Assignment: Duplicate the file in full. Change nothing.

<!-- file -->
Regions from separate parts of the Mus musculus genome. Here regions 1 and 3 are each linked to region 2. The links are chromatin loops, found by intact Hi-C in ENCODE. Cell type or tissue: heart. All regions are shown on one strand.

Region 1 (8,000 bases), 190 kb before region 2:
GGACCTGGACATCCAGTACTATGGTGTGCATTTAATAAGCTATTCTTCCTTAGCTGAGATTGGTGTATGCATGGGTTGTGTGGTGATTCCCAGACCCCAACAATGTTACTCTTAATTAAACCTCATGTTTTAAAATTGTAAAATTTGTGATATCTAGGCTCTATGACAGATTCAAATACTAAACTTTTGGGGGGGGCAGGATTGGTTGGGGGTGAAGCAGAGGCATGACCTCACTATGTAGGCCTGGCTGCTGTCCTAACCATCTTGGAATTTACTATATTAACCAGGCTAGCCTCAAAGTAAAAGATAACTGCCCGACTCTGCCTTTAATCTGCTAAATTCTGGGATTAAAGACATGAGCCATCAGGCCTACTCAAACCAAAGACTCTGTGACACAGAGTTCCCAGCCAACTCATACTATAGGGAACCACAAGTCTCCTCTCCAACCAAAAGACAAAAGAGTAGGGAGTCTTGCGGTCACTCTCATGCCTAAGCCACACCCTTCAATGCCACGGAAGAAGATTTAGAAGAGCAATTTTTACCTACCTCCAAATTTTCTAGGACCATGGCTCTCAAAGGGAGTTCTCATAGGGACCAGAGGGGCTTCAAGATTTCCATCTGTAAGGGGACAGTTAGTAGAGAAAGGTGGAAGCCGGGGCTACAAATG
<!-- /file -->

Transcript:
Regions from separate parts of the Mus musculus genome. Here regions 1 and 3 are each linked to region 2. The links are chromatin loops, found by intact Hi-C in ENCODE. Cell type or tissue: heart. All regions are shown on one strand.

Region 1 (8,000 bases), 190 kb before region 2:
GGACCTGGACATCCAGTACTATGGTGTGCATTTAATAAGCTATTCTTCCTTAGCTGAGATTGGTGTATGCATGGGTTGTGTGGTGATTCCCAGACCCCAACAATGTTACTCTTAATTAAACCTCATGTTTTAAAATTGTAAAATTTGTGATATCTAGGCTCTATGACAGATTCAAATACTAAACTTTTGGGGGGGGCAGGATTGGTTGGGGGTGAAGCAGAGGCATGACCTCACTATGTAGGCCTGGCTGCTGTCCTAACCATCTTGGAATTTACTATATTAACCAGGCTAGCCTCAAAGTAAAAGATAACTGCCCGACTCTGCCTTTAATCTGCTAAATTCTGGGATTAAAGACATGAGCCATCAGGCCTACTCAAACCAAAGACTCTGTGACACAGAGTTCCCAGCCAACTCATACTATAGGGAACCACAAGTCTCCTCTCCAACCAAAAGACAAAAGAGTAGGGAGTCTTGCGGTCACTCTCATGCCTAAGCCACACCCTTCAATGCCACGGAAGAAGATTTAGAAGAGCAATTTTTACCTACCTCCAAATTTTCTAGGACCATGGCTCTCAAAGGGAGTTCTCATAGGGACCAGAGGGGCTTCAAGATTTCCATCTGTAAGGGGACAGTTAGTAGAGAAAGGTGGAAGCCGGGGCTACAAATG